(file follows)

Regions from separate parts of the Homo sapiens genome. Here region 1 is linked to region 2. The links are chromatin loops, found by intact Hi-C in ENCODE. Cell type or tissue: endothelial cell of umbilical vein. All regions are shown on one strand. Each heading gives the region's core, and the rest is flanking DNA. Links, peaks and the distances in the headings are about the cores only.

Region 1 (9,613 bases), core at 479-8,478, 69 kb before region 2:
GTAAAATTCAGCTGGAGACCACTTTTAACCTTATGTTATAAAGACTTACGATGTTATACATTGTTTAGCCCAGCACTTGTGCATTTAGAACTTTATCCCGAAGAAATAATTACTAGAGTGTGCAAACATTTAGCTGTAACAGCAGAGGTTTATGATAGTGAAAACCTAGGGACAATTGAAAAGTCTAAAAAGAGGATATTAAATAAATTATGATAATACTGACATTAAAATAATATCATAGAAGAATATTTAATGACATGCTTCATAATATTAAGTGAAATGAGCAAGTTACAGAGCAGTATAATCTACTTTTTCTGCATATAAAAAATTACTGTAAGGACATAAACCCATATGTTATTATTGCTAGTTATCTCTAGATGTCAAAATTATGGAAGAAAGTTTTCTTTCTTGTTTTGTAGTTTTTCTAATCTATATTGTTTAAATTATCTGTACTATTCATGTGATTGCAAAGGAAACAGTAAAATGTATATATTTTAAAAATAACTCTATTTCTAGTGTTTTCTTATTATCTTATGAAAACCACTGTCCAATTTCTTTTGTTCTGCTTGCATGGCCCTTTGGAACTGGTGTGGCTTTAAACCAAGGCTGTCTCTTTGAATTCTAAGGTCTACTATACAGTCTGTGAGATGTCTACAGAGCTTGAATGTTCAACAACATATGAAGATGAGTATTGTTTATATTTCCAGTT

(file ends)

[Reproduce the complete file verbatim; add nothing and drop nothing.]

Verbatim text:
Regions from separate parts of the Homo sapiens genome. Here region 1 is linked to region 2. The links are chromatin loops, found by intact Hi-C in ENCODE. Cell type or tissue: endothelial cell of umbilical vein. All regions are shown on one strand. Each heading gives the region's core, and the rest is flanking DNA. Links, peaks and the distances in the headings are about the cores only.

Region 1 (9,613 bases), core at 479-8,478, 69 kb before region 2:
GTAAAATTCAGCTGGAGACCACTTTTAACCTTATGTTATAAAGACTTACGATGTTATACATTGTTTAGCCCAGCACTTGTGCATTTAGAACTTTATCCCGAAGAAATAATTACTAGAGTGTGCAAACATTTAGCTGTAACAGCAGAGGTTTATGATAGTGAAAACCTAGGGACAATTGAAAAGTCTAAAAAGAGGATATTAAATAAATTATGATAATACTGACATTAAAATAATATCATAGAAGAATATTTAATGACATGCTTCATAATATTAAGTGAAATGAGCAAGTTACAGAGCAGTATAATCTACTTTTTCTGCATATAAAAAATTACTGTAAGGACATAAACCCATATGTTATTATTGCTAGTTATCTCTAGATGTCAAAATTATGGAAGAAAGTTTTCTTTCTTGTTTTGTAGTTTTTCTAATCTATATTGTTTAAATTATCTGTACTATTCATGTGATTGCAAAGGAAACAGTAAAATGTATATATTTTAAAAATAACTCTATTTCTAGTGTTTTCTTATTATCTTATGAAAACCACTGTCCAATTTCTTTTGTTCTGCTTGCATGGCCCTTTGGAACTGGTGTGGCTTTAAACCAAGGCTGTCTCTTTGAATTCTAAGGTCTACTATACAGTCTGTGAGATGTCTACAGAGCTTGAATGTTCAACAACATATGAAGATGAGTATTGTTTATATTTCCAGTT